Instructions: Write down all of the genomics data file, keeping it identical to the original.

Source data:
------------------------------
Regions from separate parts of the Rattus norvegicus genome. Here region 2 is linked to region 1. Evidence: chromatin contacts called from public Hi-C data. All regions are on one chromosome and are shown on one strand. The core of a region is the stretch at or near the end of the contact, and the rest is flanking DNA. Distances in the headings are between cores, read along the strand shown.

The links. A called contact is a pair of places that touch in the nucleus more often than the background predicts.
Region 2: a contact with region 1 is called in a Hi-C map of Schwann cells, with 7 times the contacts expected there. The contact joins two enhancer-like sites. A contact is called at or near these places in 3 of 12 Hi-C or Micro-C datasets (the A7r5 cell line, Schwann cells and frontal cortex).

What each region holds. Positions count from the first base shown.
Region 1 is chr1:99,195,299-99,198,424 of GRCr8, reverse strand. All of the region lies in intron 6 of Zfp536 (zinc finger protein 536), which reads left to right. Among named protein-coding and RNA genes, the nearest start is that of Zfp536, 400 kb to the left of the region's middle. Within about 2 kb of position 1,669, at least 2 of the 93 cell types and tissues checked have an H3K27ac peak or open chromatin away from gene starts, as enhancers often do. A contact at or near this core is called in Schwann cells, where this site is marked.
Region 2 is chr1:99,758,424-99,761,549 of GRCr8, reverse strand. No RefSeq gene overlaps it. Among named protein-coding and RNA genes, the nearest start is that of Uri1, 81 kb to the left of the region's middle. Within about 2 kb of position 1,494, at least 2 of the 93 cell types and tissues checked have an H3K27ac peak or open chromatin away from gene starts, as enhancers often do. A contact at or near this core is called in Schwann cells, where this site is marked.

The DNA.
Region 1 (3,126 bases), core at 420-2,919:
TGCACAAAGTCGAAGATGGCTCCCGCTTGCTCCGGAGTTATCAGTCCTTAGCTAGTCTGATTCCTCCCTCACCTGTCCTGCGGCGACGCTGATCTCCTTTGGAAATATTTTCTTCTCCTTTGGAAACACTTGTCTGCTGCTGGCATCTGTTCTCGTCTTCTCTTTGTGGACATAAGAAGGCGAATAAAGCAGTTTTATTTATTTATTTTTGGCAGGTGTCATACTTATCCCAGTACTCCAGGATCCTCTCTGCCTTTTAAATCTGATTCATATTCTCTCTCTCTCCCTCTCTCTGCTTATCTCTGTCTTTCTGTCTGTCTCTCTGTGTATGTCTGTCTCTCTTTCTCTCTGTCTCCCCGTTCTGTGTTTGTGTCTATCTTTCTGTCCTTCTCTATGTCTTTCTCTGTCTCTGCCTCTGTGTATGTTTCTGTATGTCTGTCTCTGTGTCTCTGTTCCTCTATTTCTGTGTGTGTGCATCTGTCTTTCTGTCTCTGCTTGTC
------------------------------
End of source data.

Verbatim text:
Regions from separate parts of the Rattus norvegicus genome. Here region 2 is linked to region 1. Evidence: chromatin contacts called from public Hi-C data. All regions are on one chromosome and are shown on one strand. The core of a region is the stretch at or near the end of the contact, and the rest is flanking DNA. Distances in the headings are between cores, read along the strand shown.

The links. A called contact is a pair of places that touch in the nucleus more often than the background predicts.
Region 2: a contact with region 1 is called in a Hi-C map of Schwann cells, with 7 times the contacts expected there. The contact joins two enhancer-like sites. A contact is called at or near these places in 3 of 12 Hi-C or Micro-C datasets (the A7r5 cell line, Schwann cells and frontal cortex).

What each region holds. Positions count from the first base shown.
Region 1 is chr1:99,195,299-99,198,424 of GRCr8, reverse strand. All of the region lies in intron 6 of Zfp536 (zinc finger protein 536), which reads left to right. Among named protein-coding and RNA genes, the nearest start is that of Zfp536, 400 kb to the left of the region's middle. Within about 2 kb of position 1,669, at least 2 of the 93 cell types and tissues checked have an H3K27ac peak or open chromatin away from gene starts, as enhancers often do. A contact at or near this core is called in Schwann cells, where this site is marked.
Region 2 is chr1:99,758,424-99,761,549 of GRCr8, reverse strand. No RefSeq gene overlaps it. Among named protein-coding and RNA genes, the nearest start is that of Uri1, 81 kb to the left of the region's middle. Within about 2 kb of position 1,494, at least 2 of the 93 cell types and tissues checked have an H3K27ac peak or open chromatin away from gene starts, as enhancers often do. A contact at or near this core is called in Schwann cells, where this site is marked.

The DNA.
Region 1 (3,126 bases), core at 420-2,919:
TGCACAAAGTCGAAGATGGCTCCCGCTTGCTCCGGAGTTATCAGTCCTTAGCTAGTCTGATTCCTCCCTCACCTGTCCTGCGGCGACGCTGATCTCCTTTGGAAATATTTTCTTCTCCTTTGGAAACACTTGTCTGCTGCTGGCATCTGTTCTCGTCTTCTCTTTGTGGACATAAGAAGGCGAATAAAGCAGTTTTATTTATTTATTTTTGGCAGGTGTCATACTTATCCCAGTACTCCAGGATCCTCTCTGCCTTTTAAATCTGATTCATATTCTCTCTCTCTCCCTCTCTCTGCTTATCTCTGTCTTTCTGTCTGTCTCTCTGTGTATGTCTGTCTCTCTTTCTCTCTGTCTCCCCGTTCTGTGTTTGTGTCTATCTTTCTGTCCTTCTCTATGTCTTTCTCTGTCTCTGCCTCTGTGTATGTTTCTGTATGTCTGTCTCTGTGTCTCTGTTCCTCTATTTCTGTGTGTGTGCATCTGTCTTTCTGTCTCTGCTTGTC